alexa Trimethylamine Oxide (TMAO): A New Toxic Kid on the Block

ISSN: 2167-7956

Journal of Biomolecular Research & Therapeutics

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Trimethylamine Oxide (TMAO): A New Toxic Kid on the Block

Saravanan Subramaniam*
Blood Research Institute, Blood Center of Wisconsin, Milwaukee, USA
*Corresponding Author: Saravanan Subramaniam, Blood Research Institute, Blood Center of Wisconsin, Milwaukee, USA, Tel: +1919 260 2381, Email: [email protected]

Received Date: Jan 25, 2018 / Accepted Date: Jan 29, 2018 / Published Date: Feb 05, 2018


Trimethylamine N-oxide (TMAO), a small, organic, oxygenated product of trimethylamine (TMA), belongs to the class of amine oxides [1]. Most of the TMA derived from the metabolism of choline, L-carnitine by bacteria in the gut and is absorbed into the bloodstream. TMA is rapidly oxidized to TMAO by the hepatic enzyme, flavin-containing monooxygenase-3 (FMO3) [2-4]. Systemic concentration of TMAO in normal healthy individuals ranges from 0.5–5 μM [1,5]. 50% of the TMAO does not get metabolized and is excreted unchanged within 24 h through urine, sweat and breath [6-8].

Clinical findings suggest that there is a potential link between the metabolites produced by the gut flora and the risk factors for cardiovascular and other diseases such as kidney failure, thrombosis, atherosclerosis, obesity, diabetes, and cancer [2]. Several studies have reported an association between plasma TMAO and choline levels in patients with heart failure [9-12]. TMAO negatively regulates glucose metabolism which leads to diabetes mellitus [13]. An observational clinical study reveals elevated levels of plasma TMAO were a strong risk marker for diabetes. Diabetic patients with high plasma TMAO levels was a marker of adverse cardiovascular outcomes, such as death (HR 2.7), myocardial infarction (HR 4.0), heart failure (HR 4.6), unstable angina (HR 9.1) and other cardiovascular complications (HR 2.0) [14]. Though the mechanisms behind the risk are undefined, TMAO could be a valuable marker to predict the risk of diabetes and its complications. The contribution of TMAO to the progression of renal dysfunction shows that chronic dietary intake elevates the plasma TMAO levels directly and leads to progressive renal fibrosis and dysfunction [15]. TMAO levels were considerably elevated in ischemic kidney damage triggered by either cold ischemia or transplantation [16,17].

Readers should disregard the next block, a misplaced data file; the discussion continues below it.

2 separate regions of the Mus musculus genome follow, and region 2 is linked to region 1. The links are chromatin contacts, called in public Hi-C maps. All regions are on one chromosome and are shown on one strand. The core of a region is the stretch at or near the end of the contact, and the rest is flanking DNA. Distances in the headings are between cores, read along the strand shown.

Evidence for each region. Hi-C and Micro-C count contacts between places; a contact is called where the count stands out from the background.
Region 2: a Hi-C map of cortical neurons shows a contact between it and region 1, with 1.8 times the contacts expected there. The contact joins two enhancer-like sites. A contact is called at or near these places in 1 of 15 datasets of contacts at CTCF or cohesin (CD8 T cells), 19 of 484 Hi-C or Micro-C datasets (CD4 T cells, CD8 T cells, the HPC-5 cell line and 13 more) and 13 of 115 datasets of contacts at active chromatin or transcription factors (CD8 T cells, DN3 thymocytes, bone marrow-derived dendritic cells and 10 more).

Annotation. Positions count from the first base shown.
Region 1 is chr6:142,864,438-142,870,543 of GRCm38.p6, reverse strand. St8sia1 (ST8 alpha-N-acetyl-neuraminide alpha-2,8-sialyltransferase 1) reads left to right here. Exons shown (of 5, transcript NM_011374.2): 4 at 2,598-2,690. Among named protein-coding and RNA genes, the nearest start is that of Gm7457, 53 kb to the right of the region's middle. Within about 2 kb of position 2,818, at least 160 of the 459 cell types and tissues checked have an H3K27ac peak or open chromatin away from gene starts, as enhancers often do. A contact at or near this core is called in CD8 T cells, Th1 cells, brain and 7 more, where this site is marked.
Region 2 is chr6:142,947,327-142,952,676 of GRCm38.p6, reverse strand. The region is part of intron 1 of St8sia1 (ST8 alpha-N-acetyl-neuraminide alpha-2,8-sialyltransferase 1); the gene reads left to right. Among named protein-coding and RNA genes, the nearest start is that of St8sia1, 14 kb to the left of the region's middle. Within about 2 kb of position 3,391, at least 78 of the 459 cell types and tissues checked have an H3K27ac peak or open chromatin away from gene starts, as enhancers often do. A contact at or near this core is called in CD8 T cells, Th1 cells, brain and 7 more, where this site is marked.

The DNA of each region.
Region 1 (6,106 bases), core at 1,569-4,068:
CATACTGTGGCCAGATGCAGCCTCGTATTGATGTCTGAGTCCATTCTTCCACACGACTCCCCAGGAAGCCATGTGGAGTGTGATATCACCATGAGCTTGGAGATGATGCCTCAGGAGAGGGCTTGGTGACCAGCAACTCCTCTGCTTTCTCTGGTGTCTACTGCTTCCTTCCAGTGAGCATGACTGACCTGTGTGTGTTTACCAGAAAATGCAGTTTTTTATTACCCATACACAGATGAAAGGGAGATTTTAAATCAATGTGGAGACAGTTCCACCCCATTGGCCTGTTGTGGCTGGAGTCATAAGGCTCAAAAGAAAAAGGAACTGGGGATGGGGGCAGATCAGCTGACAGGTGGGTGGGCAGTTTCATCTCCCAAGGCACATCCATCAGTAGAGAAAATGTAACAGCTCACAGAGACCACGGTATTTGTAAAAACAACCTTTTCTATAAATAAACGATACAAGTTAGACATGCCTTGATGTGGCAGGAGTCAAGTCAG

Studies have shown that TMAO activates inflammatory pathways in cells of the vasculature leading to augmented endothelial cell-leukocyte interactions and atherosclerosis. Studies on both in vivo and in vitro cultured human aortic endothelial cells and vascular smooth muscle cells showed that elevated levels of TMAO induce expression of proinflammatory cytokines and adhesion molecules mediated by the NF-κB signaling pathway [18]. TMAO enhances monocyte activation as well as adhesion by activating endothelial cells to express VCAM-1 [19,20]. Interestingly, recent findings reported that a raised systemic concentration of TMAO (100 μM) showed increased platelet hyper reactivity and platelet aggregation in vitro and in vivo. A couple of clinical data indicated that colorectal cancer is positively linked to plasma TMAO levels. Similarly, experimental findings suggested that urinary TMAO could be used as a prognosticator for gastric tumorigenesis [21,22]. In contrast, TMAO also corrects the mutant protein-folding defect and protective from carcinogenesis [23,24].

Since the microbiome is considered to be the source of TMAO, antibiotic treatment should reduce its circulating levels. However, antibiotics are not an ideal treatment since it could have other unwanted consequences, and also chronic treatment may lead to bacteria resistant. Meanwhile, removing TMAO producing bacteria, use of specific bacteria to increase its metabolism has also been attempted [25]. Furthermore, controlled intake of dietary precursors of TMAO is a possible approach. Besides, several pathway inhibitors are reported to reduce the TMA and TMAO levels in plasma (Figure 1). Indeed, people who eat plant-based diet appear to form a negligible amount of TMAO [26]. Our understanding of the diet and microbial metabolites interaction and their influence on human health is at an initial stage. Nevertheless, increasing evidence suggests that a plant-based diet may be beneficial for this interaction in many ways. On the other hand, there is accruing clinical and laboratory-based findings convincing a pathogenic role to TMAO. It is essential to commence studies examining intracellular levels of TMAO in mammals, cellular signaling and also define the effects of TMAO on enzymes and other proteins to establish the role of TMAO in health and disease in humans. Also, comparing the infection models with germ-free mice models could support our understanding of how gut flora influence various diseases.


Figure 1: TMAO synthesis, pathological complications, and known inhibitors.


Citation: Subramaniam S (2018) Trimethylamine Oxide (TMAO): A New Toxic Kid on the Block. J Biomol Res Ther 7: e159. DOI: 10.4172/2167-7956.1000e159

Copyright: © 2018 Subramaniam S. This is an open-access article distributed under the terms of the Creative Commons Attribution License, which permits unrestricted use, distribution, and reproduction in any medium, provided the original author and source are credited.

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